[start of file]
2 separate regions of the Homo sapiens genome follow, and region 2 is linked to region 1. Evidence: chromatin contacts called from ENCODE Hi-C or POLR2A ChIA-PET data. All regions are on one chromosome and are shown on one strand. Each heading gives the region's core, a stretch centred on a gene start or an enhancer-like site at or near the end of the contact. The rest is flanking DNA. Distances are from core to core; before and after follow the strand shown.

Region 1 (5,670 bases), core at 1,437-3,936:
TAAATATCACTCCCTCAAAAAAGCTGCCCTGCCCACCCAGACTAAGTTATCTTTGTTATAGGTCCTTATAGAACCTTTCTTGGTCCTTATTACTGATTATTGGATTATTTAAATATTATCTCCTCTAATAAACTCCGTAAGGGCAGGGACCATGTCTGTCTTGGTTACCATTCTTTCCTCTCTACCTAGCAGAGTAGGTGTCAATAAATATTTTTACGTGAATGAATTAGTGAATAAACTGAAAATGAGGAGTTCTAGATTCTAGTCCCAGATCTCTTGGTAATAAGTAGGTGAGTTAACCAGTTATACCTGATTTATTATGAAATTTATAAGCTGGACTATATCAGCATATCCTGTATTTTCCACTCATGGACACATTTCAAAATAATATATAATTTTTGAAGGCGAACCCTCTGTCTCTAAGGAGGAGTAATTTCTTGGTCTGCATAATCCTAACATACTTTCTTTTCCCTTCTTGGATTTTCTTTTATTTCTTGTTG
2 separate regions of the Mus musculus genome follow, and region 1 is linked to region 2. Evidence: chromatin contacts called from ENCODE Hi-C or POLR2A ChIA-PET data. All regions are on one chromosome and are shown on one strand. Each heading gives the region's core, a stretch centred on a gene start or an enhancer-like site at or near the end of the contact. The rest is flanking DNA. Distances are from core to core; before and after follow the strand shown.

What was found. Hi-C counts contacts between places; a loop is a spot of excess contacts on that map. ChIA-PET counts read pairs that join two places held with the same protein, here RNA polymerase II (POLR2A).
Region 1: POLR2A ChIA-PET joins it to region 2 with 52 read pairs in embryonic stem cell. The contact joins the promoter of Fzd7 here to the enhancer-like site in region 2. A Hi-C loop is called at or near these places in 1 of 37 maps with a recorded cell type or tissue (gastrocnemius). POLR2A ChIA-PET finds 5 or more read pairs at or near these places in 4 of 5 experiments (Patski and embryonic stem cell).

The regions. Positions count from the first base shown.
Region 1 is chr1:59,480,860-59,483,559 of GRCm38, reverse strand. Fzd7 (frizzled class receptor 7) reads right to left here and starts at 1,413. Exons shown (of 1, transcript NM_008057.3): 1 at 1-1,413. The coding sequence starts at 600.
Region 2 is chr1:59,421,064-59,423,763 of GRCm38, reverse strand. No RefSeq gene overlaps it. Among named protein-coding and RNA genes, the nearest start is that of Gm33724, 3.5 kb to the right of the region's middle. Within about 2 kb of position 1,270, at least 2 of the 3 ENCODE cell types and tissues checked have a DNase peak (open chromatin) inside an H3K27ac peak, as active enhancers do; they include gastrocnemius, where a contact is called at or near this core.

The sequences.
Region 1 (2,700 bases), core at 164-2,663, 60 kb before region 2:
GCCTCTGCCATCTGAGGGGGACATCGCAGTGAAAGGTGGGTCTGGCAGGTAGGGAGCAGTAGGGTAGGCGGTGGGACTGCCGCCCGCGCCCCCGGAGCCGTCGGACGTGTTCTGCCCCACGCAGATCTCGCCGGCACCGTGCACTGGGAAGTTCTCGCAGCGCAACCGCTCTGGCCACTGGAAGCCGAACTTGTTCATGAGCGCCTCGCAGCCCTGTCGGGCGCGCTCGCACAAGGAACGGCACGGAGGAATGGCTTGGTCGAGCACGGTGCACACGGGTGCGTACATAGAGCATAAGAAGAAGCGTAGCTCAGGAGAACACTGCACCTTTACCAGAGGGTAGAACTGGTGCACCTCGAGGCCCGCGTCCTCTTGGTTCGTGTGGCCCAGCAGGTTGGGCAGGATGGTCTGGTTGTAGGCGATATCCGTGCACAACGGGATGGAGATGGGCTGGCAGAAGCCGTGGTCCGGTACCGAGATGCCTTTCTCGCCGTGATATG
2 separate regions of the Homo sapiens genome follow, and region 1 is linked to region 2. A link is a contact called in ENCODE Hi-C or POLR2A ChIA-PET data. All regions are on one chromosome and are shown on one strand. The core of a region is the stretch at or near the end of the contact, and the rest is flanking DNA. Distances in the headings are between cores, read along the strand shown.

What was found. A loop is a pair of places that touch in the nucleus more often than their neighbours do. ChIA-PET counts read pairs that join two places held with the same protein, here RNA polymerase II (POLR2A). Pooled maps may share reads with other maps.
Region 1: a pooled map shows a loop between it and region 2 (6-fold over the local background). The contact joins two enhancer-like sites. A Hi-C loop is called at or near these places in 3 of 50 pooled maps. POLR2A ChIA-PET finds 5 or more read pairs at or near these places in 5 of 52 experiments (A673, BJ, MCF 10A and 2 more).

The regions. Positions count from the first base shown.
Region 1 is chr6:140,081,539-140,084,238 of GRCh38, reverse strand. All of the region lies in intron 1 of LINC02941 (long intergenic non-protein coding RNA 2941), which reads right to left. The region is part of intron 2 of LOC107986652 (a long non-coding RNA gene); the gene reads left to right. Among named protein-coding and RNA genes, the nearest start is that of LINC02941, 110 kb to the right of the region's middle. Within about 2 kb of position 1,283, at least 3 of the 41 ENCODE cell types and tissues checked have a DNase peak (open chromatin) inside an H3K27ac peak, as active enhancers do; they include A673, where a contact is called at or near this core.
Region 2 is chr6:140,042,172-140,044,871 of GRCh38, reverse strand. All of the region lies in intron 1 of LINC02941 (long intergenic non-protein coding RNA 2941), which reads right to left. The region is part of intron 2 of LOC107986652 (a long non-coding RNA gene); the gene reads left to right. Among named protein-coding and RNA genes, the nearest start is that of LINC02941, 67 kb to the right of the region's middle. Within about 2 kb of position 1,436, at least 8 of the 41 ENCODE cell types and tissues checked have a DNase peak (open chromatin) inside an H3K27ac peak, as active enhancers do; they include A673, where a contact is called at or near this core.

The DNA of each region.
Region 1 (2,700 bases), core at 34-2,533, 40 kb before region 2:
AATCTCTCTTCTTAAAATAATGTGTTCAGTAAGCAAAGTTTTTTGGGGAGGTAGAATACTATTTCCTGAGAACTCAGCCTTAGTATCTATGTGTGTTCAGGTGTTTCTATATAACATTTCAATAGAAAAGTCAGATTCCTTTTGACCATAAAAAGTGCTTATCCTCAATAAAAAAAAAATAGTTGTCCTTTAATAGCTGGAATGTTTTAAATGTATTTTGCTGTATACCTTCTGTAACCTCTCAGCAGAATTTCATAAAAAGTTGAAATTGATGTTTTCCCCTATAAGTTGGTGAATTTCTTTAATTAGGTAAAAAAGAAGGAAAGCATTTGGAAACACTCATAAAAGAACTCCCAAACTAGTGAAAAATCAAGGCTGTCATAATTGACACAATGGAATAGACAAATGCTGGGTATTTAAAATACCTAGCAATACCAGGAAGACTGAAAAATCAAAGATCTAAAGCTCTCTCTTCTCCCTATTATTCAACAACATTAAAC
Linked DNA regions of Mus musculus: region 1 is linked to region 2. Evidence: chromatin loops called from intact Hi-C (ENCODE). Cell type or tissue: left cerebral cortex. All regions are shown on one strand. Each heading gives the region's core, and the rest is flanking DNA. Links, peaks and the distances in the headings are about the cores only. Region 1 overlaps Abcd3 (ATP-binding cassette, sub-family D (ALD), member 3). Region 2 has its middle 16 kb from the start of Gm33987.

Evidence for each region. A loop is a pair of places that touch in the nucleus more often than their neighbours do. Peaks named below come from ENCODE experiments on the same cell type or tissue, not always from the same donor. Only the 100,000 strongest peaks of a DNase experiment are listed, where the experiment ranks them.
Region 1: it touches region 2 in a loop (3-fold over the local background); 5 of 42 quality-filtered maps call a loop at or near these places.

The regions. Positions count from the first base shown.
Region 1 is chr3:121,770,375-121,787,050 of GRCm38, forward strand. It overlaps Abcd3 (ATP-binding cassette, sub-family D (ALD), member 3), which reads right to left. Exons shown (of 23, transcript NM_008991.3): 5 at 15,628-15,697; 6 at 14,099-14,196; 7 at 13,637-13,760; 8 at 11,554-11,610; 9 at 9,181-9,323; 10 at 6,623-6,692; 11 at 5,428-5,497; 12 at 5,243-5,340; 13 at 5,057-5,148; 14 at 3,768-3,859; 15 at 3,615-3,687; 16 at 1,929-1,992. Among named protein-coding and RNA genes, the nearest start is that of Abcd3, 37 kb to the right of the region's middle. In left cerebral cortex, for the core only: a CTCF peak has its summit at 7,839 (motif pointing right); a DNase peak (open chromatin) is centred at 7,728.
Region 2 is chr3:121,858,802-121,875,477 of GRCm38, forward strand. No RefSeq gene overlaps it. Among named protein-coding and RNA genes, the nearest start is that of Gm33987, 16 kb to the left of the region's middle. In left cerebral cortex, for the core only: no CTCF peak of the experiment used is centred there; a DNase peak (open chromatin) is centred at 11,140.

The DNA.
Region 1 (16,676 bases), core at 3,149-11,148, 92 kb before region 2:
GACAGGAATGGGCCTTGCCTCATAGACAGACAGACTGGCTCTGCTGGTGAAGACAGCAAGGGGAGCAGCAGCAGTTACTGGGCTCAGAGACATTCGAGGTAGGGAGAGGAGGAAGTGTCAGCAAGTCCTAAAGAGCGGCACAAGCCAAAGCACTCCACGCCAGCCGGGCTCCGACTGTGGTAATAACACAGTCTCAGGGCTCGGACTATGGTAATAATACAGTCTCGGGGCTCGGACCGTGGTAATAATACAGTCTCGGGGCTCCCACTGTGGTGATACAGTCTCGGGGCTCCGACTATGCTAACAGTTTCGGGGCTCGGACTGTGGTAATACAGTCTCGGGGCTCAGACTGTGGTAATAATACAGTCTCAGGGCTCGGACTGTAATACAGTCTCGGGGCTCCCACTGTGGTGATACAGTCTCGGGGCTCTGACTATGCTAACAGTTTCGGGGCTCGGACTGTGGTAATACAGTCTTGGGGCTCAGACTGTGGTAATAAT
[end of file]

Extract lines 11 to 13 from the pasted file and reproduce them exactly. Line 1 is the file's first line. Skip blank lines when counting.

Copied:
Region 1 (2,700 bases), core at 164-2,663, 60 kb before region 2:
GCCTCTGCCATCTGAGGGGGACATCGCAGTGAAAGGTGGGTCTGGCAGGTAGGGAGCAGTAGGGTAGGCGGTGGGACTGCCGCCCGCGCCCCCGGAGCCGTCGGACGTGTTCTGCCCCACGCAGATCTCGCCGGCACCGTGCACTGGGAAGTTCTCGCAGCGCAACCGCTCTGGCCACTGGAAGCCGAACTTGTTCATGAGCGCCTCGCAGCCCTGTCGGGCGCGCTCGCACAAGGAACGGCACGGAGGAATGGCTTGGTCGAGCACGGTGCACACGGGTGCGTACATAGAGCATAAGAAGAAGCGTAGCTCAGGAGAACACTGCACCTTTACCAGAGGGTAGAACTGGTGCACCTCGAGGCCCGCGTCCTCTTGGTTCGTGTGGCCCAGCAGGTTGGGCAGGATGGTCTGGTTGTAGGCGATATCCGTGCACAACGGGATGGAGATGGGCTGGCAGAAGCCGTGGTCCGGTACCGAGATGCCTTTCTCGCCGTGATATG
2 separate regions of the Homo sapiens genome follow, and region 1 is linked to region 2. A link is a contact called in ENCODE Hi-C or POLR2A ChIA-PET data. All regions are on one chromosome and are shown on one strand. The core of a region is the stretch at or near the end of the contact, and the rest is flanking DNA. Distances in the headings are between cores, read along the strand shown.